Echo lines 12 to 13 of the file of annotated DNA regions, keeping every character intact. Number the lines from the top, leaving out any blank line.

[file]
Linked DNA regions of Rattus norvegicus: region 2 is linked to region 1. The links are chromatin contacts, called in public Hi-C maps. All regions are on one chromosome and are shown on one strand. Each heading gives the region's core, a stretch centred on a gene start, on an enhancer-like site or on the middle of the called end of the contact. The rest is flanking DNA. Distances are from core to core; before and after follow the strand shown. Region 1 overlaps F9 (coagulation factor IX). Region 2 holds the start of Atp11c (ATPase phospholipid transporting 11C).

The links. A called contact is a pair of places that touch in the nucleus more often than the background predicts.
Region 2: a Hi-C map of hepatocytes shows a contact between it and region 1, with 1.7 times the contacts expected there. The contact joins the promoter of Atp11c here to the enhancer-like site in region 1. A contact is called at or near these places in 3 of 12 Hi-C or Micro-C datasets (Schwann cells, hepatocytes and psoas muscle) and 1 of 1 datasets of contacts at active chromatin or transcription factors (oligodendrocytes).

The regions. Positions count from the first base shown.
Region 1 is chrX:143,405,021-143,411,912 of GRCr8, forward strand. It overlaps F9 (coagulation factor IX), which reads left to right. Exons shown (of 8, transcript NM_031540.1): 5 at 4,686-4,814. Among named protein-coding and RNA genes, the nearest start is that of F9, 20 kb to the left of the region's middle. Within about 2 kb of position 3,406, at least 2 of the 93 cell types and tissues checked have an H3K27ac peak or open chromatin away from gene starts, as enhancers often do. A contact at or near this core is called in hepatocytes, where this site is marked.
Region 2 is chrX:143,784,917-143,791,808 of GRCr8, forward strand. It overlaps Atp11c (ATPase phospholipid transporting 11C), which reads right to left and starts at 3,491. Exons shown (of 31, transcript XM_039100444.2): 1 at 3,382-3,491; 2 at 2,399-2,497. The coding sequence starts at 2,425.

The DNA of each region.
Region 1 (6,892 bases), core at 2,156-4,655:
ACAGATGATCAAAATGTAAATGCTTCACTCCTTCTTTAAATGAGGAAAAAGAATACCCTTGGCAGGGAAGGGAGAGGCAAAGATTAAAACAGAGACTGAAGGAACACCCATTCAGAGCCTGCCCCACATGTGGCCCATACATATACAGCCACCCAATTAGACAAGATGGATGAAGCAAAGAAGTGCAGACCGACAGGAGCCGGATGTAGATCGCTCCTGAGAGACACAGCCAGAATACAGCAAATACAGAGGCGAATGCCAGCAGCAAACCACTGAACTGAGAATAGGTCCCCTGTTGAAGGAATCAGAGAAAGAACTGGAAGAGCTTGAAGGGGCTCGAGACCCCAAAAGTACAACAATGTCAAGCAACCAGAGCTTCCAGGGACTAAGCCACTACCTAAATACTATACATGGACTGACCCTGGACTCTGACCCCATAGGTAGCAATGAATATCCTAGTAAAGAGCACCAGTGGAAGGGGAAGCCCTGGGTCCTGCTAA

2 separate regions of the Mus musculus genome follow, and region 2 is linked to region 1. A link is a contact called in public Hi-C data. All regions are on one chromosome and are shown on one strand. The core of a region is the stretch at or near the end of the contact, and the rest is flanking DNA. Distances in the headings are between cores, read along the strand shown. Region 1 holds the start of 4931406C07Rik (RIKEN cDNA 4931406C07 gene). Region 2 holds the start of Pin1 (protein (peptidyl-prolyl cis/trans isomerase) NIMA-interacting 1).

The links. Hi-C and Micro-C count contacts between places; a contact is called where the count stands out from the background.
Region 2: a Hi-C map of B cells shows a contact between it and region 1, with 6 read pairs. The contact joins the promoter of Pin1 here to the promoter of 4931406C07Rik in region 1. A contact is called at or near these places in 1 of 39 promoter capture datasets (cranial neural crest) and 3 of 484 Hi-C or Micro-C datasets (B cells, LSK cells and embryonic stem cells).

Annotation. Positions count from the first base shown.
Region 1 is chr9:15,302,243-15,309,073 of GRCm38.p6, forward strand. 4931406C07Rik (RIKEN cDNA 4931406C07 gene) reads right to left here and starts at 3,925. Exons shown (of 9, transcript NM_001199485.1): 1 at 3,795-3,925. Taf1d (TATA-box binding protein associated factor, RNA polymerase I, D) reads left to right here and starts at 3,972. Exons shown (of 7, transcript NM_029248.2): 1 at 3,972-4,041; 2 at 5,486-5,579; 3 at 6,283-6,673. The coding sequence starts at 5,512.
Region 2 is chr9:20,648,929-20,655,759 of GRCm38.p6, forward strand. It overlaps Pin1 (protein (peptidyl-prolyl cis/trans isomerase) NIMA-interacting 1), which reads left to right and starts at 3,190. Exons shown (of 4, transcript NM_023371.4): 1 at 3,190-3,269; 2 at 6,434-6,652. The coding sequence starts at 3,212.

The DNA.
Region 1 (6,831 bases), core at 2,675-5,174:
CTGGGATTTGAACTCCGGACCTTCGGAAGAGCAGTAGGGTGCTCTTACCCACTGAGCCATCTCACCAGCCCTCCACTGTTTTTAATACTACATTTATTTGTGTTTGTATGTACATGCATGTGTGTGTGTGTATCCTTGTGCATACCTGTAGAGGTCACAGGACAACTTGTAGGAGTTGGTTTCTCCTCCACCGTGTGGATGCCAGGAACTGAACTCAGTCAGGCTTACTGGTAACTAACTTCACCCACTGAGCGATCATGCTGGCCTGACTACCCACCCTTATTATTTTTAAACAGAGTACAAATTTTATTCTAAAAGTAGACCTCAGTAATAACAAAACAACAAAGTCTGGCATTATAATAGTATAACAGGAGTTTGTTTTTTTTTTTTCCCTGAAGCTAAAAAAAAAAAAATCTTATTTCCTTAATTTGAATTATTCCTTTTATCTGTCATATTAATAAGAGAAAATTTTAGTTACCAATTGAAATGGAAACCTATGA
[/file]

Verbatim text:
Region 2: a Hi-C map of B cells shows a contact between it and region 1, with 6 read pairs. The contact joins the promoter of Pin1 here to the promoter of 4931406C07Rik in region 1. A contact is called at or near these places in 1 of 39 promoter capture datasets (cranial neural crest) and 3 of 484 Hi-C or Micro-C datasets (B cells, LSK cells and embryonic stem cells).

Annotation. Positions count from the first base shown.